In recent years, the assumption that infections with Mycobacterium tuberculosis (MTB) are caused by single strains has been weakened. Episodes caused by more than one MTB strain have been described and different MTB clones have been found in recurrences,1,2 in single episodes3,4 and in disseminated tuberculosis (TB).5 The focus of this report is to describe the highly complex clonal features found in the MTB isolates cultured from a child.
As a part of a study searching for clonal heterogeneity in primary respiratory infections by MTB,6 we found a case (1 of 12 of the children analyzed) with clonal differences between 2 coinfecting MTB isolates. Our aim in this report was to study more thoroughly this child as a representative of clonal heterogeneity in MTB primary infection.
The patient was a 2-year-old girl with tuberculous meningitis in which MTB was isolated from gastric fluid and cerebrospinal fluid (CSF) (samples separated by 2 days). Both isolates were susceptible to anti-TB drugs. The girl was human immunodeficiency virus-negative and she had no risk factors for TB. In an attempt to find a source-case for the patient, her family was screened. All her relatives were Mantoux negative except for her mother and grandmother. None of her relatives had symptoms of TB, radiographic studies did not reveal any abnormalities suggestive of active TB and sputum cultures were negative. The day-care facility was also studied and all personnel were Mantoux-negative and none of the workers had missed work because of illness in the previous months. The epidemiologic surveillance was maintained for 6 months after the detection of the case and the index-case was not found.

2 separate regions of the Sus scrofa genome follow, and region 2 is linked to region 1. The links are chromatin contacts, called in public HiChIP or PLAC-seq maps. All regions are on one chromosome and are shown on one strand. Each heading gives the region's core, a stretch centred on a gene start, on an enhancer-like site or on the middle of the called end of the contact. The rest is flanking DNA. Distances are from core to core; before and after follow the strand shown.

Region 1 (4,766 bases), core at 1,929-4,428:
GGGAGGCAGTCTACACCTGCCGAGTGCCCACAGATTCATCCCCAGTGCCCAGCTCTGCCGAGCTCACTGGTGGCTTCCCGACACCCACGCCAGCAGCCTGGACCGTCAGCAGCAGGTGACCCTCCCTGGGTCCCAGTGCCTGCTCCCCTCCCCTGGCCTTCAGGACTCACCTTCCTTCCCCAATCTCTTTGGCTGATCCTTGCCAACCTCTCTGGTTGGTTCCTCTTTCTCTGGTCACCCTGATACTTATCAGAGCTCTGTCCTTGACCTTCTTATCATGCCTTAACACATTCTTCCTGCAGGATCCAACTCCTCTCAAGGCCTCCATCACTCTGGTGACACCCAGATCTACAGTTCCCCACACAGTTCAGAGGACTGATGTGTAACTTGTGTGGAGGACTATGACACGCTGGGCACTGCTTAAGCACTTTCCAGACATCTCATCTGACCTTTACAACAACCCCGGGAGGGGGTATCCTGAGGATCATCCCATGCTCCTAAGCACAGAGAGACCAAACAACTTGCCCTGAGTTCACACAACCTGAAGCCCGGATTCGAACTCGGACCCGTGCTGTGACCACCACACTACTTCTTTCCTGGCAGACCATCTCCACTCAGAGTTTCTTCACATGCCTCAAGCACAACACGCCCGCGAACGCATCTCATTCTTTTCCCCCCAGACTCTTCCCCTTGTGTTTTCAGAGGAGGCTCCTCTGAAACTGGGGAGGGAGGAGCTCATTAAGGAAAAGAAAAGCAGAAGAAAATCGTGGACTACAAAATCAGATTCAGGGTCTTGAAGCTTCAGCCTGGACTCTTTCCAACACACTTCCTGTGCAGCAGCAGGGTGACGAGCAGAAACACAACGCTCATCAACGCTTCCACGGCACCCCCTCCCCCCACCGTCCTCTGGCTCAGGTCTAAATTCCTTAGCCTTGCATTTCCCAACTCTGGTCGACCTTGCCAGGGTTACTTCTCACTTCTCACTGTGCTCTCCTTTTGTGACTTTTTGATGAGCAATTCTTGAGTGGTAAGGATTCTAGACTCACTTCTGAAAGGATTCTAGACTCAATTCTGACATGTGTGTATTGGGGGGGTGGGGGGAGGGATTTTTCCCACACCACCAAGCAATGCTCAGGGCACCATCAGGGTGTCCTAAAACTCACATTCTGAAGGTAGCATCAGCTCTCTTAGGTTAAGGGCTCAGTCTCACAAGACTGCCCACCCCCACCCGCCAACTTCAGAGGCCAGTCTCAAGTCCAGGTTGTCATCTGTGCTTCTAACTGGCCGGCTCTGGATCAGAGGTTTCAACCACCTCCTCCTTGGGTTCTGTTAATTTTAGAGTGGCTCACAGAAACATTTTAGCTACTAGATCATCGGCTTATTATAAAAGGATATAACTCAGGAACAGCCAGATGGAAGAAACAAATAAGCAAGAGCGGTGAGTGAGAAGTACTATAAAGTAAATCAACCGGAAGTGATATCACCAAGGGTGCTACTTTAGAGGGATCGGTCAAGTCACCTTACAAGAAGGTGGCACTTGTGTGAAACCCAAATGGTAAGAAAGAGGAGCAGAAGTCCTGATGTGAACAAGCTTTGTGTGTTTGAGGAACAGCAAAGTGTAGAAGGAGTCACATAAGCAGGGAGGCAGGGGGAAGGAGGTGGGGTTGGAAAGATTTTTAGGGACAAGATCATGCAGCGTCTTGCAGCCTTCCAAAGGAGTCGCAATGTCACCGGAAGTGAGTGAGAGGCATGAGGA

Despite the absence of risk factors for tuberculosis in this child and the fact that her socioepidemiologic circumstances did not favor multiple exposure to infectious cases, we detected the presence of 2 distinct MTB clones after analyzing by spoligotying 30 colonies from the gastric fluid culture (Fig. 1). Spoligotyping explores potential genotypic differences in 43 spacers, which are located in a region of the MTB chromosome constituted by directed repeats.7 The spoligotypes for the 2 coinfecting MTB isolates were highly similar and the subtle differences between the 2 MTB clones were also confirmed by IS6110-RFLP, the method considered to be the standard for genotyping MTB8 (Fig. 1). The possibility of laboratory cross-contamination as an explanation of this finding was ruled out because all isolates processed in the laboratory during the same week had completely different genotypes.
The situation was revealed to be even more complex when we studied the molecular composition of the MTB culture obtained from the CSF specimen (obtained 2 days apart from the gastric fluid specimen). Although the analysis of 30 independent colonies from the gastric fluid culture revealed the presence of 2 different MTB strains (proportion 24:6; Fig. 1), only one of the strains that were coinfecting the gastric fluid (the minority strain; Fig. 1) was found in CSF after genotyping the 30 colonies. These data indicate that this case was coinfected by 2 MTB clones but each of them was infecting independent anatomic sites (respiratory and extrarespiratory sites), which led to a compartimentalized infection. The presence of several MTB clones coinfecting a patient has been described before,3,4,9,10 but what is new is to describe simultaneous coinfection and compartmentalization in a child in whom the genetic differences between the coinfecting strains are subtle.